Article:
Even though power was restored to most areas of the township, he was still requesting the telecommunications system because of high winds and the fear power and phone services would be interrupted again.
“We are fortunate in that we haven’t had any emergency calls, no fires, no accidents and that type of thing,” he said.
He said some residents were forced to leave their homes and seek accommodation in Renfrew. But he added in many cases the residents had wood heat to rely on.
Reeve Moran said the township fire department delivered water to residents throughout the week. The township also received permission to use both the separate and public schools in Calabogie. An emergency headquarters was organized at the separate school after the power was restored. In the event of another interruption, a generator, provided by the Town of Renfrew, was set up and ready to go at the public school.
The loss of power closed Calabogie Peaks Resort for the week and Reeve Moran said the storm could have a big impact on snowmobiling in the area because the main trails through the area are blocked with trees.
“They’ve got thousands and thousands of trees to cut,” he said. “The old railway line from Calabogie to Renfrew, it’s like when you look down it you can’t even see it. You couldn’t even walk down it, I bet.”
Volunteers help Admaston cope
Admaston Township Reeve Raye-Anne Briscoe noted while the township would be seeking some kind of compensation from the province as a result of the devastation caused by the ice storm, she was more concerned about the immediate state of affairs.
“It’s improving from a disaster situation,” she said. “Now the situation I think has gone to serious. We still have two areas, if not three, that are out of power. Three roads are still virtually blocked but there are all kinds of volunteers and men working on them.”
The township offices were transformed into an emergency headquarters and were kept open around the clock.
“We have volunteers manning the phones here 24 hours a day,” she said. “All the crews are being fed from here.”
Reeve Briscoe noted Denzil Spence, the mayor of Calumet Island, arrived at the township on Saturday with a crew of men and chainsaws. There were also volunteers from Pembroke and Horton Township. Alice and Fraser Reeve Eric Ashick transported the township’s woodchipper to the township and the township of Wilberforce also loaned its chipper. Darrell Ryan the clerk-treasurer of Pembroke and Stafford Townships, arrived Saturday night with two generators which were immediately put to work.
Even County of Renfrew CAO Norm Lemke visited Admaston on Saturday and helped to man the phones.
Reeve Briscoe estimated Sunday between 50 and 75 men had volunteered with chainsaws, trucks and other equipment to open the blocked roads.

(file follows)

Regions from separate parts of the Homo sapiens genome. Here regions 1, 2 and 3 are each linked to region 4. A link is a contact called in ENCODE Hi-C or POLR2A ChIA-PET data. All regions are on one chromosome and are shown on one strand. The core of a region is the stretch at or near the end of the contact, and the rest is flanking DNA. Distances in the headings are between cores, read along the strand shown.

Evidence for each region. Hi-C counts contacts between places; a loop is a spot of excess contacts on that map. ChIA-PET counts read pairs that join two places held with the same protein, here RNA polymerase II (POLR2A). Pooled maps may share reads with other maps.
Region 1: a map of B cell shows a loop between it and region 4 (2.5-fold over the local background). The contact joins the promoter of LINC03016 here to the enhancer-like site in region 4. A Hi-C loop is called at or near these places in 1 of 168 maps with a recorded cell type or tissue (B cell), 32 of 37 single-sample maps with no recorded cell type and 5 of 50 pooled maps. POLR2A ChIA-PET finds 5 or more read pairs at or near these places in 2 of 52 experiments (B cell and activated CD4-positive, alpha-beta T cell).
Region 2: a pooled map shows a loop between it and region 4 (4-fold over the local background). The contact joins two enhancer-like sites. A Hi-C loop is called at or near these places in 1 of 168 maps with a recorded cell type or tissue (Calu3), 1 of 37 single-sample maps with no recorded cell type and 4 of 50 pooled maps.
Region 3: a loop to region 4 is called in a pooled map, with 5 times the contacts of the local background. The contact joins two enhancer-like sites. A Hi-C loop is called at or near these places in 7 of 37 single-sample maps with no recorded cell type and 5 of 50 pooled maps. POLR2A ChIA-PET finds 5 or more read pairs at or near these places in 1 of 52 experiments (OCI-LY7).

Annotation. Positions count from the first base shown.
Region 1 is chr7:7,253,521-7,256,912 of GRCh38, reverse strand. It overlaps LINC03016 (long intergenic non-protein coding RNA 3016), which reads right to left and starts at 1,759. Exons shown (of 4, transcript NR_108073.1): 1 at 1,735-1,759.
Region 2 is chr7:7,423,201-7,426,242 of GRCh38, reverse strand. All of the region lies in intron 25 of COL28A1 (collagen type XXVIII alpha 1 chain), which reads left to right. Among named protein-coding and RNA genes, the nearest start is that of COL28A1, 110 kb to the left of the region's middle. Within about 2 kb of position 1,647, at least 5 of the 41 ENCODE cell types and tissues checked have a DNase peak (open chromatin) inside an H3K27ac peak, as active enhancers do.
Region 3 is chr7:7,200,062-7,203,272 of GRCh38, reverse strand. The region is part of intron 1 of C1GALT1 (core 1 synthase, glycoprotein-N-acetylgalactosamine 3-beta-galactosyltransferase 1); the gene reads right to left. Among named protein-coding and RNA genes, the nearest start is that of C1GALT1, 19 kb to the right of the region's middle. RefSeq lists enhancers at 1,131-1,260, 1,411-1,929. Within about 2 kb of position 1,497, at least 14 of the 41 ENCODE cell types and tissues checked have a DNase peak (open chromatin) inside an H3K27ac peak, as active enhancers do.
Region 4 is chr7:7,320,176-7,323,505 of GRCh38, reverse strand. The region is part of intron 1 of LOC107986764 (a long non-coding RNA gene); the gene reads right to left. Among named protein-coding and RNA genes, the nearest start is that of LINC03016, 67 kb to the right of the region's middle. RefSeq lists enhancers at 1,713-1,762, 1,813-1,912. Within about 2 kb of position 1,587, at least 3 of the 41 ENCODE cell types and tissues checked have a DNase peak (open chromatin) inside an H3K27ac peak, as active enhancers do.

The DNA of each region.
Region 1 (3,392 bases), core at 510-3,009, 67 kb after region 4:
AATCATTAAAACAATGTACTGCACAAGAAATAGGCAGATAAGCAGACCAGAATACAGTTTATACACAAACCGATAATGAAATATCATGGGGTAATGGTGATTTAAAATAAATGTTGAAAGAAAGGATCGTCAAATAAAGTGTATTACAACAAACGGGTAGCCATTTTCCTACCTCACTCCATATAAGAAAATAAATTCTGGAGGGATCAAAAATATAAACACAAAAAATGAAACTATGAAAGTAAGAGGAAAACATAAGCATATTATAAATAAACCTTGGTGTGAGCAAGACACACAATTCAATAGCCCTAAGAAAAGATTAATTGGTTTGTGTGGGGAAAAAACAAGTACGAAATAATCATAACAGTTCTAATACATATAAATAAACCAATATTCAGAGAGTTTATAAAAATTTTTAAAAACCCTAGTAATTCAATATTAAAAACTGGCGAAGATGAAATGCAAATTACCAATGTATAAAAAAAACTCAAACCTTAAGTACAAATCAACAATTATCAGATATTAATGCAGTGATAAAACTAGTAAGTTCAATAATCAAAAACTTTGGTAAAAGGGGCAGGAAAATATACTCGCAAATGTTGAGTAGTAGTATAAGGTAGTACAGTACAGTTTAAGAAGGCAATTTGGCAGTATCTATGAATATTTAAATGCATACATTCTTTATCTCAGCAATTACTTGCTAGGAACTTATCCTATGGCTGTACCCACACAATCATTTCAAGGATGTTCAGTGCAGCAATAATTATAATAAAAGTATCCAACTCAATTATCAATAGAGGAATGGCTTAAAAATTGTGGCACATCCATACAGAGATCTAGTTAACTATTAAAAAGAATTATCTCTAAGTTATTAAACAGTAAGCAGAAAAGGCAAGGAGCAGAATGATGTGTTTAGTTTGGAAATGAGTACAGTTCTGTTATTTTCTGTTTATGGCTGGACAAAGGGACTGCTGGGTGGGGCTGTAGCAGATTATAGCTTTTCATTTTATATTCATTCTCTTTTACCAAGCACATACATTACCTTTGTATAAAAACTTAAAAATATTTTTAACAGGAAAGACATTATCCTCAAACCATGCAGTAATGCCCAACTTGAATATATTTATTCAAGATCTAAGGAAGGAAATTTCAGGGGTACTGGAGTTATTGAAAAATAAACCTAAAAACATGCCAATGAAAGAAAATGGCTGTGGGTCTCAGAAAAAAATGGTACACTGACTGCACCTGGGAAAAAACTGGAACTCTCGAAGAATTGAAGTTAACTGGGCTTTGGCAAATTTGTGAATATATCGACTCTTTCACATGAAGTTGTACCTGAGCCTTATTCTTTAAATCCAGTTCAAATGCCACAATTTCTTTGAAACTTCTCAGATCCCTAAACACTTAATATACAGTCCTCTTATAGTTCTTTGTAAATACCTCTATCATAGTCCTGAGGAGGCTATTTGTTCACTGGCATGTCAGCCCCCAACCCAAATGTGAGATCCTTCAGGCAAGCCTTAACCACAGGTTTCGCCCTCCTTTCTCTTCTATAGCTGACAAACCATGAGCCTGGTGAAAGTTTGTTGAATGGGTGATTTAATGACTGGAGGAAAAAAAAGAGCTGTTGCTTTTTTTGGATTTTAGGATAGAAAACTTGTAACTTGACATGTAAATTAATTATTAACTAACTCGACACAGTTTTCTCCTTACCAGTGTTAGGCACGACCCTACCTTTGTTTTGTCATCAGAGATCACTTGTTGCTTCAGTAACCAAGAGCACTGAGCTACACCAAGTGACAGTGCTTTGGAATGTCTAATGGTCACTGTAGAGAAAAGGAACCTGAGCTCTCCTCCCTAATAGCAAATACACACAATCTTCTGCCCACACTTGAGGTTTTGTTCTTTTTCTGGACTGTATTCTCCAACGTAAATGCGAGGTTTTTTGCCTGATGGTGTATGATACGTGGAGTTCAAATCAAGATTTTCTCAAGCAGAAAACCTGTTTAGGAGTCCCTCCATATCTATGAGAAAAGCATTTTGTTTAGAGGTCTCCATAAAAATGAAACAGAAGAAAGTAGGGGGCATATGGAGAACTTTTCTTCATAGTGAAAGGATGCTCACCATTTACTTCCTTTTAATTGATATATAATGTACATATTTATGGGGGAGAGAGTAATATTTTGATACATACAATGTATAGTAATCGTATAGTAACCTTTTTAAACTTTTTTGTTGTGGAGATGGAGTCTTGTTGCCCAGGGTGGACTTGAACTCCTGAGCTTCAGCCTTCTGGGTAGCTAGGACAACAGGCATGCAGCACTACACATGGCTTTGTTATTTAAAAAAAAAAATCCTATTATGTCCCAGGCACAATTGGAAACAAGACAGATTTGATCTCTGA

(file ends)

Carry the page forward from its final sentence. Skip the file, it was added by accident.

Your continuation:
“I couldn’t tell you where they are from,” she said.
The reeve said she was very appreciative of the support from individuals living outside the township but also from the County of Renfrew and the Town of Renfrew.
“The warden, Dave Stewart, was in constant contact with me and the County Roads Engineer (Ken Becking) has been in constant contact. I’ve got more help from the county than I could ever have asked for. As a brand new reeve I couldn’t have coped without their support, because I am brand new on the job. I’m not in office a month yet. This is something that has never happened in the life of this township.”
Demand for generators and hydro poles
An unprecedented demand for portable generators had area dealers scrambling for units that were shipped from across the world.
“We only had eight generators in stock,” Jeff Wilcox of George’s Service Centre in Eganville said. “This is not a big time of year for generator sales. Very few are sold in January.”
However, in a few days he was able to get 50 generators from his supplier, Honda, with another 20 on order.
“Honda has put out between 1,500 and 1,600 units from Toronto,” he said. “Now they are sending in four plane loads from Vancouver.”
The warehouses in Canada were empty with generators coming from Japan.
“Agriculture Canada called me Sunday morning because cattle are dying,” he added. “It is a serious situation.”
One of the reasons it was taking so long to restore normal hydro service was thousands of poles and transformer towers were destroyed. Shaw Lumber in Pembroke was busy shipping out its supply of 4,000 poles that were ordered by Ontario Hydro and Hydro Quebec.
“We’ve been working overtime loading the poles,” said Dana Shaw. “We’ve never had such an incredible demand.” He added once the supply runs out it will be six to seven months to dry and treat a new batch of poles.
“The steel and concrete poles are breaking as well,” he pointed out. “They’ll do the same as a wooden pole under extreme weather conditions. And those steel pylons are collapsing like spaghetti.”